- Keep familiar elements in your core content processes. Create touchpoints people can refer to when they feel like things are going astray. Remind them what they need to do, who’s doing it, and why everyone is in it together. Dig out your content strategy or refer to your company mission and vision.
- Remember, your team isn’t just content creators. Build strong connections throughout the organization to bring the people together to address the issue. Siloed organizations aren’t conducive to resilience. Cross-organizational teams can provide brilliant support to one another, particularly during times of stress that affect one division more than another.
3. Prepare to have your ideas or project killed
Occasionally, content marketing leaders have to say, “This is a great idea, but we have to pull it.”
It’s hard when your team has invested deeply in something (whether it’s a blog post, a webinar, or an in-person event) only to have it canceled. The more invested an individual or team is in a project, the harder it is to get over.
Recovering from a loss like this can take people through stages of grief (denial, anger, bargaining, and depression) before they reach acceptance.
Here’s what to consider:
- Realize that adaptability takes personal accountability, investment, and time. If you put a lot of work into a project, it’s going to take time to get over losing it.
- Don’t be afraid to ask questions or be resistant to explain why things have changed. When people ask you questions, they aren’t necessarily challenging you or being aggressive, they’re trying to understand.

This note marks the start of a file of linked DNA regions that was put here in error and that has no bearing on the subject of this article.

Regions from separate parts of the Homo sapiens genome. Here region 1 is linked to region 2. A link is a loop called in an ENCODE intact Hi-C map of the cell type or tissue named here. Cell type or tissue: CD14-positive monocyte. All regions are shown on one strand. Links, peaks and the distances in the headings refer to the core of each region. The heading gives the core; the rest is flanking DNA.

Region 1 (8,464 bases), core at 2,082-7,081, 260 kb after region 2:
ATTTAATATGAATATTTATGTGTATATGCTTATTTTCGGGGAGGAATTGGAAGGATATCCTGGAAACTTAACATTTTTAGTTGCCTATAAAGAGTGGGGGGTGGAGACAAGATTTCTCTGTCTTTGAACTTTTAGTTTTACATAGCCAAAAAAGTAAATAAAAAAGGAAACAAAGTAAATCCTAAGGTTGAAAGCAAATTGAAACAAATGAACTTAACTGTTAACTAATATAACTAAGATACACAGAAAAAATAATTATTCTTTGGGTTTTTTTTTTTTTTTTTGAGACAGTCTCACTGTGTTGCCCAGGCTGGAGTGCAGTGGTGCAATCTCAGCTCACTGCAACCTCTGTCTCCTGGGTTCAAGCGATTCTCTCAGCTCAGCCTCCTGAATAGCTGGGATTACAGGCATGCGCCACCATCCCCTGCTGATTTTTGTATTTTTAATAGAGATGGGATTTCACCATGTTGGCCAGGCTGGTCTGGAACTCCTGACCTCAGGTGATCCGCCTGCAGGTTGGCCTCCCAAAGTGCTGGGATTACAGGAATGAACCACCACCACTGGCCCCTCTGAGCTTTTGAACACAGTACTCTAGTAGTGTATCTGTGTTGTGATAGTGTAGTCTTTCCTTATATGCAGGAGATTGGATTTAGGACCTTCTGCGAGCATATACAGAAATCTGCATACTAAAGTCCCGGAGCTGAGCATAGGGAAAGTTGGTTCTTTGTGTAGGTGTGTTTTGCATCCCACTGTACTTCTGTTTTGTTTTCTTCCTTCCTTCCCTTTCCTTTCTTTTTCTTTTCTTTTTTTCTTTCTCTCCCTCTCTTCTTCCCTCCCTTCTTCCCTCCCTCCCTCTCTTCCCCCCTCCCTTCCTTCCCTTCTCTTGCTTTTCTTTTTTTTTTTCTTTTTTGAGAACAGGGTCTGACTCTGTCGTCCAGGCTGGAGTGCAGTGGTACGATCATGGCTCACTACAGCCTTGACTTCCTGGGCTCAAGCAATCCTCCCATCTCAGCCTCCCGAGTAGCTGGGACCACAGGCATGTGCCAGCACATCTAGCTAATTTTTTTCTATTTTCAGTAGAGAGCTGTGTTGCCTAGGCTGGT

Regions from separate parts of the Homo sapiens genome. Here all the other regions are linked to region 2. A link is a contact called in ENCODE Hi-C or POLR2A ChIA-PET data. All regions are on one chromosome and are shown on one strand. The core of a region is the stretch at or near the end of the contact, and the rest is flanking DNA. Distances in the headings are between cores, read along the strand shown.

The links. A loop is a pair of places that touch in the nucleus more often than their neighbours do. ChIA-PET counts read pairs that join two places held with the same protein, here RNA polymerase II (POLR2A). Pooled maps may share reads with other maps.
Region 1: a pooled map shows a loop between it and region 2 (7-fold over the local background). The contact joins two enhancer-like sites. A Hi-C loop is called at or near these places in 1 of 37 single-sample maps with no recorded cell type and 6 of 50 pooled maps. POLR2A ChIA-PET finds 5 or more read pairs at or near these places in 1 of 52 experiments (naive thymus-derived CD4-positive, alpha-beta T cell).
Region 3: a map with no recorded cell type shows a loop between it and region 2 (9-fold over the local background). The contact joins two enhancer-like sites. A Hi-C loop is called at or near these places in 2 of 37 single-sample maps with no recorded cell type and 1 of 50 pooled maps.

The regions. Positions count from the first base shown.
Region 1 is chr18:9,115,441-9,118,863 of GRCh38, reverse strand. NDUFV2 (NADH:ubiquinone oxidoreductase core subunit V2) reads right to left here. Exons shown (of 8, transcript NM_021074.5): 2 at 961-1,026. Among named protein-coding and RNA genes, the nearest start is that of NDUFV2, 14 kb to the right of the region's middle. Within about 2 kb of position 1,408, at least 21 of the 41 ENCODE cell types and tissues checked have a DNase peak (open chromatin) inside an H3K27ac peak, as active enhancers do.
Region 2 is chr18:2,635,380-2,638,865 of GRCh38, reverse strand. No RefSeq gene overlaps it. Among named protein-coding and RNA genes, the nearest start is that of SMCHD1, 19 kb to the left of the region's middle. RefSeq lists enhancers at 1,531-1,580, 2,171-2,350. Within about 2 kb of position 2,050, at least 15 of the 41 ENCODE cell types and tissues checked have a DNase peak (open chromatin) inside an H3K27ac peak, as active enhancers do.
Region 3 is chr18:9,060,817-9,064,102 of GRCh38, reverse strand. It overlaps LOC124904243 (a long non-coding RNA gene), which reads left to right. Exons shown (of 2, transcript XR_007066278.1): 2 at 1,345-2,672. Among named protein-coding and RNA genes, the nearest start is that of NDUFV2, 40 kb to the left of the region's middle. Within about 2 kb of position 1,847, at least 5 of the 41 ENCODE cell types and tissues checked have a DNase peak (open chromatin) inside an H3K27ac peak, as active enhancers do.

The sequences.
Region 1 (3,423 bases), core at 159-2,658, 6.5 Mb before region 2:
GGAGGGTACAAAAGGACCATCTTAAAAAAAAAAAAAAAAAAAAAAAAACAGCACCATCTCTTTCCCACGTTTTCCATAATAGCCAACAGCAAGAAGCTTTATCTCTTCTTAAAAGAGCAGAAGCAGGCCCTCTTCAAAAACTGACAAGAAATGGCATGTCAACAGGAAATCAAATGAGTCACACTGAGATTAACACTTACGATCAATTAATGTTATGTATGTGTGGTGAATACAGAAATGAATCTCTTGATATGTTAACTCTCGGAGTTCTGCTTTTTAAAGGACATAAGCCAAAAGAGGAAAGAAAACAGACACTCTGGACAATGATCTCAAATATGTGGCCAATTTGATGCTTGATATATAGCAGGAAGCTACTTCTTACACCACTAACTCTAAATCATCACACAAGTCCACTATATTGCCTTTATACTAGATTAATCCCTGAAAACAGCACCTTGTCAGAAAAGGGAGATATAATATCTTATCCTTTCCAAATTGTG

- Don’t make people responsible for activities they don’t understand or can’t do. But do allow others who can help to step in. Sometimes this means admitting that you can’t do it all yourself and you need help in the form of contractors, outsiders, or even agencies.
The more invested an individual or team is, the harder it is to recover when a project gets canceled.
4. Prepare for criticism
Being proud of the work you’ve done is wonderful. But just because you think it’s fantastic doesn’t mean the work will be liked or accepted by other stakeholders.
To prepare your team for criticism or adapt to receiving criticism yourself:
- Accept the emotions. It’s OK to be angry, sad, disappointed, or hurt. But don’t wallow in those feelings. According to Harvard brain scientist Dr. Jill Bolte Taylor, 90 seconds is all it takes to identify an emotion and allow it to dissipate.
- Reflect honestly on whether the criticism has a grain of truth in it. Often criticism that “hits the mark” is the most hurtful. Try to learn from this.
- Get an external perspective. Preferably, turn to someone who can help you find something positive in this experience.
- Remember that criticism sometimes has nothing to do with you or your work. You’re just caught in the firing line.
- Use what you’ve learned to do something different. Address the real issue behind the criticism.
Just because you think your work is fantastic doesn’t mean it will be liked or accepted by other stakeholders.
5. Prepare for the creative doldrums
Some may know it as writer's block, others may just call it lethargy. It has even been referred to as work fatigue.
It’s that feeling which the Mayo Clinic explains as “unrelenting exhaustion that isn’t relieved by rest, a nearly constant state of weariness that develops over time, reducing your energy, motivation, and concentration.”
I call it the creative doldrums. The term “‘in the doldrums” is what happens in nautical waters where sailing ships can’t proceed because the wind just stops blowing.
You can’t go forward; you can’t go back. You’re stuck.
In content marketing, it’s easy to get stuck in the creative doldrums when you’ve done the same thing for a long time, have felt unappreciated for a while, or fail to see the results of your work.